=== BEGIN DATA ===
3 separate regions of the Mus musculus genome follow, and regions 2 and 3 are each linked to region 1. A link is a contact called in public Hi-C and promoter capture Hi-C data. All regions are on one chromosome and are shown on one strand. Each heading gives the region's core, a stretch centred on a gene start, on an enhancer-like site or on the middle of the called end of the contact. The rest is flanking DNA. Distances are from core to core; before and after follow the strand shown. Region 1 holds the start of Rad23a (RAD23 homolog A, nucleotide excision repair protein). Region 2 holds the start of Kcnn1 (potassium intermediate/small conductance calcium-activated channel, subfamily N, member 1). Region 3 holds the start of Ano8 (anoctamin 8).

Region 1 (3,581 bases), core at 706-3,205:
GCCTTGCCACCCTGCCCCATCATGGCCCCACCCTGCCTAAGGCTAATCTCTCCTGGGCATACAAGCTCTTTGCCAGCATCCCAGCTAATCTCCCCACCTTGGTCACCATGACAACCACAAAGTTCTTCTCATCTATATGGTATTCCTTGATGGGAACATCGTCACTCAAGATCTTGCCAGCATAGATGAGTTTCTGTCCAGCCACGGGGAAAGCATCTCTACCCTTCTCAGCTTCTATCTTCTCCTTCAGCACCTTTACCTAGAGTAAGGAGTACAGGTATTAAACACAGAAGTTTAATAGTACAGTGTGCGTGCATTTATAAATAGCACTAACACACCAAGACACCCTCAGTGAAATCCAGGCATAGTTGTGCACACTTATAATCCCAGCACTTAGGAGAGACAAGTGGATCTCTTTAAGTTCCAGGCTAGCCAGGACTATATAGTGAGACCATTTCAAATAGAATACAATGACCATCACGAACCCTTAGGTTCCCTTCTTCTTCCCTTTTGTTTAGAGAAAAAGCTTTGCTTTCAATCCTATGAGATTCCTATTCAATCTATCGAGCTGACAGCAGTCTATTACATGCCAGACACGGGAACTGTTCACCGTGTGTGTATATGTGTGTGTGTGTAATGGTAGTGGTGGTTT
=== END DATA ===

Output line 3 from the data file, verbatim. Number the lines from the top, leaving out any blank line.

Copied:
GCCTTGCCACCCTGCCCCATCATGGCCCCACCCTGCCTAAGGCTAATCTCTCCTGGGCATACAAGCTCTTTGCCAGCATCCCAGCTAATCTCCCCACCTTGGTCACCATGACAACCACAAAGTTCTTCTCATCTATATGGTATTCCTTGATGGGAACATCGTCACTCAAGATCTTGCCAGCATAGATGAGTTTCTGTCCAGCCACGGGGAAAGCATCTCTACCCTTCTCAGCTTCTATCTTCTCCTTCAGCACCTTTACCTAGAGTAAGGAGTACAGGTATTAAACACAGAAGTTTAATAGTACAGTGTGCGTGCATTTATAAATAGCACTAACACACCAAGACACCCTCAGTGAAATCCAGGCATAGTTGTGCACACTTATAATCCCAGCACTTAGGAGAGACAAGTGGATCTCTTTAAGTTCCAGGCTAGCCAGGACTATATAGTGAGACCATTTCAAATAGAATACAATGACCATCACGAACCCTTAGGTTCCCTTCTTCTTCCCTTTTGTTTAGAGAAAAAGCTTTGCTTTCAATCCTATGAGATTCCTATTCAATCTATCGAGCTGACAGCAGTCTATTACATGCCAGACACGGGAACTGTTCACCGTGTGTGTATATGTGTGTGTGTGTAATGGTAGTGGTGGTTT